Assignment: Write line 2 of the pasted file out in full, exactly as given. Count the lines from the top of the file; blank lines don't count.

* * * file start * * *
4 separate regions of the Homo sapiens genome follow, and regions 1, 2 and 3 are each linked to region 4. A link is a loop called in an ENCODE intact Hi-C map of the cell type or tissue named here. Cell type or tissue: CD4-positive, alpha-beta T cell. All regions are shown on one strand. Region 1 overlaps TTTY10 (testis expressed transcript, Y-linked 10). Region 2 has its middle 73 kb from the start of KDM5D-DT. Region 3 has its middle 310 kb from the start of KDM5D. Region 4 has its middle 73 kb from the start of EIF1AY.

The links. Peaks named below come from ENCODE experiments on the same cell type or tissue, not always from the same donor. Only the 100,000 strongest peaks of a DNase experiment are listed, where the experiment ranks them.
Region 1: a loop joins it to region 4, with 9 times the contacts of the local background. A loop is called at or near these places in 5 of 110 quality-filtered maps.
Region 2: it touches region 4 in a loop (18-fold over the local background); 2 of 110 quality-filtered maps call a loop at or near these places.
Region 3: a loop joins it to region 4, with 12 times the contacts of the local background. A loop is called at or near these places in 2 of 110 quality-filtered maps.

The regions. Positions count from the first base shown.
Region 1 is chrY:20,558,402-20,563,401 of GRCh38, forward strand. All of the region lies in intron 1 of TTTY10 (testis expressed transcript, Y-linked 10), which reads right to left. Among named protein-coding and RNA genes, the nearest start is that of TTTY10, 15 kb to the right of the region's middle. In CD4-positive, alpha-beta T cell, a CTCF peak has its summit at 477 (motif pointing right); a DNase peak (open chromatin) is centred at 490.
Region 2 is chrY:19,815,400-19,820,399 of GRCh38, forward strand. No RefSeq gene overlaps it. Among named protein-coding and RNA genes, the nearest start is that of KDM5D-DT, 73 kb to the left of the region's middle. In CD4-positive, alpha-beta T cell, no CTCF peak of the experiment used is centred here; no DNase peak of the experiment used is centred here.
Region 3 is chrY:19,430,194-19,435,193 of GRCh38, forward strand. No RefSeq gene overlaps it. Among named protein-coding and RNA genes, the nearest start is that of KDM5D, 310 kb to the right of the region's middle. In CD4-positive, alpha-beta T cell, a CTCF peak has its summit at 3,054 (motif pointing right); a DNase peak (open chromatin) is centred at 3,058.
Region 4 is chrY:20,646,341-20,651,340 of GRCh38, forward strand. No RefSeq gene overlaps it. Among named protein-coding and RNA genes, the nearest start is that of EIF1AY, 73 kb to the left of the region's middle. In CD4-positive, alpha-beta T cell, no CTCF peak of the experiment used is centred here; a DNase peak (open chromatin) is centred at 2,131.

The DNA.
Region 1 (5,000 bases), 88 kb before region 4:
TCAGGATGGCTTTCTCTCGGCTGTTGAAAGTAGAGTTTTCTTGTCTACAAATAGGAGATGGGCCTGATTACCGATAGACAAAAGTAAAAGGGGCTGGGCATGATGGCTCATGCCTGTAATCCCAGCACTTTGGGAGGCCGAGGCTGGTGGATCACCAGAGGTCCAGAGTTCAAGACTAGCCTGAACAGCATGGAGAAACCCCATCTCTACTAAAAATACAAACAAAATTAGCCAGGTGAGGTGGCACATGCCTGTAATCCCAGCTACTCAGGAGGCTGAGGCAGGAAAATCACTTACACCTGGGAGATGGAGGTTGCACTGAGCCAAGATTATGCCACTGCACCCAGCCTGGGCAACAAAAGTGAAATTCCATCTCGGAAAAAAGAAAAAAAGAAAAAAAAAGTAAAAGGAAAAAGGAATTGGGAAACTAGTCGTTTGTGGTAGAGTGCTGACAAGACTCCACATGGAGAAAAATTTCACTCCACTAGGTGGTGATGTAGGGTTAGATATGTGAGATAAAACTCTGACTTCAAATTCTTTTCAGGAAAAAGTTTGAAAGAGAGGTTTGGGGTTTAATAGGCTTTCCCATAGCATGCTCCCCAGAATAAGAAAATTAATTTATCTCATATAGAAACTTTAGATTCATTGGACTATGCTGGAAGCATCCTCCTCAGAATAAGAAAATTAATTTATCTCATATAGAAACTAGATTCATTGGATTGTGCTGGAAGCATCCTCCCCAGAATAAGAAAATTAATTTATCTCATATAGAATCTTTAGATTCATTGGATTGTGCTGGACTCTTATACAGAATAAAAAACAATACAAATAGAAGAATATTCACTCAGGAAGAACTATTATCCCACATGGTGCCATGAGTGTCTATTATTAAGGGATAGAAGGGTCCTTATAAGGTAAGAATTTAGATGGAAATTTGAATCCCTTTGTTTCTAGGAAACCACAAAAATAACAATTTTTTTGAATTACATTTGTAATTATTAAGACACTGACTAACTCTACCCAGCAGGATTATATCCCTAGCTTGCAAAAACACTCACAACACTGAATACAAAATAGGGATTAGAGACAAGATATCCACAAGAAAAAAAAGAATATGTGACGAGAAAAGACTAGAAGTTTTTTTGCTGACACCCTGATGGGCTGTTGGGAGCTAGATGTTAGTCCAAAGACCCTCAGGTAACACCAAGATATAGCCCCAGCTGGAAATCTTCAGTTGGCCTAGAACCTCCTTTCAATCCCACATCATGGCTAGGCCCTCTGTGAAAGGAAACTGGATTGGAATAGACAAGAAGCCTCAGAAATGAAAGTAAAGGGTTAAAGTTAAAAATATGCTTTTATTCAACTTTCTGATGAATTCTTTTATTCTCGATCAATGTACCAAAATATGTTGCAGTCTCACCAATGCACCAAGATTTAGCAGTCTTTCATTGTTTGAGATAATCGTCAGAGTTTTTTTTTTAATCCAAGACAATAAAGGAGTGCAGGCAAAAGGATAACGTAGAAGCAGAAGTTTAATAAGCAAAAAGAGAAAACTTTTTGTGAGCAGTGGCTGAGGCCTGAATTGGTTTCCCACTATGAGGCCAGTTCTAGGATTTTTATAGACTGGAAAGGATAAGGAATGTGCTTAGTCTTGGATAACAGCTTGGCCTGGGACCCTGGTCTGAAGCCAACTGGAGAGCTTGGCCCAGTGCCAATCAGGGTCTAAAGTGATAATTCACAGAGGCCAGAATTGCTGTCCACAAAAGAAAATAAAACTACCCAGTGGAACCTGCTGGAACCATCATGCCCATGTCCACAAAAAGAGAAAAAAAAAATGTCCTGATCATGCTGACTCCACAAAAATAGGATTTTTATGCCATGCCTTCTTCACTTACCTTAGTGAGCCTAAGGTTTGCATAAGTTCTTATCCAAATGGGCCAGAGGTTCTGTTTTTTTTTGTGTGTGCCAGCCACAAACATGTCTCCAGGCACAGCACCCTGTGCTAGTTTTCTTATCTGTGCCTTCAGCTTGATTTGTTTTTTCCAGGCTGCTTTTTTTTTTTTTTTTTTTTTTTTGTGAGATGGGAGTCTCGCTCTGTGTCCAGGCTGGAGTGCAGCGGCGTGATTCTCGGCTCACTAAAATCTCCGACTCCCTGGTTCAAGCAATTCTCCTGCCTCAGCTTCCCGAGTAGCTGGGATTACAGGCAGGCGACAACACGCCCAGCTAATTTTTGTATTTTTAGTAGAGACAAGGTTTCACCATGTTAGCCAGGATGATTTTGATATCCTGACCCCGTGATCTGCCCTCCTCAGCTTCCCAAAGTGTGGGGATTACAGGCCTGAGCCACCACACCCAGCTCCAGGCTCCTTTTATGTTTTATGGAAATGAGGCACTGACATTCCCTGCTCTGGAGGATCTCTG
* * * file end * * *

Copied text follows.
The links. Peaks named below come from ENCODE experiments on the same cell type or tissue, not always from the same donor. Only the 100,000 strongest peaks of a DNase experiment are listed, where the experiment ranks them.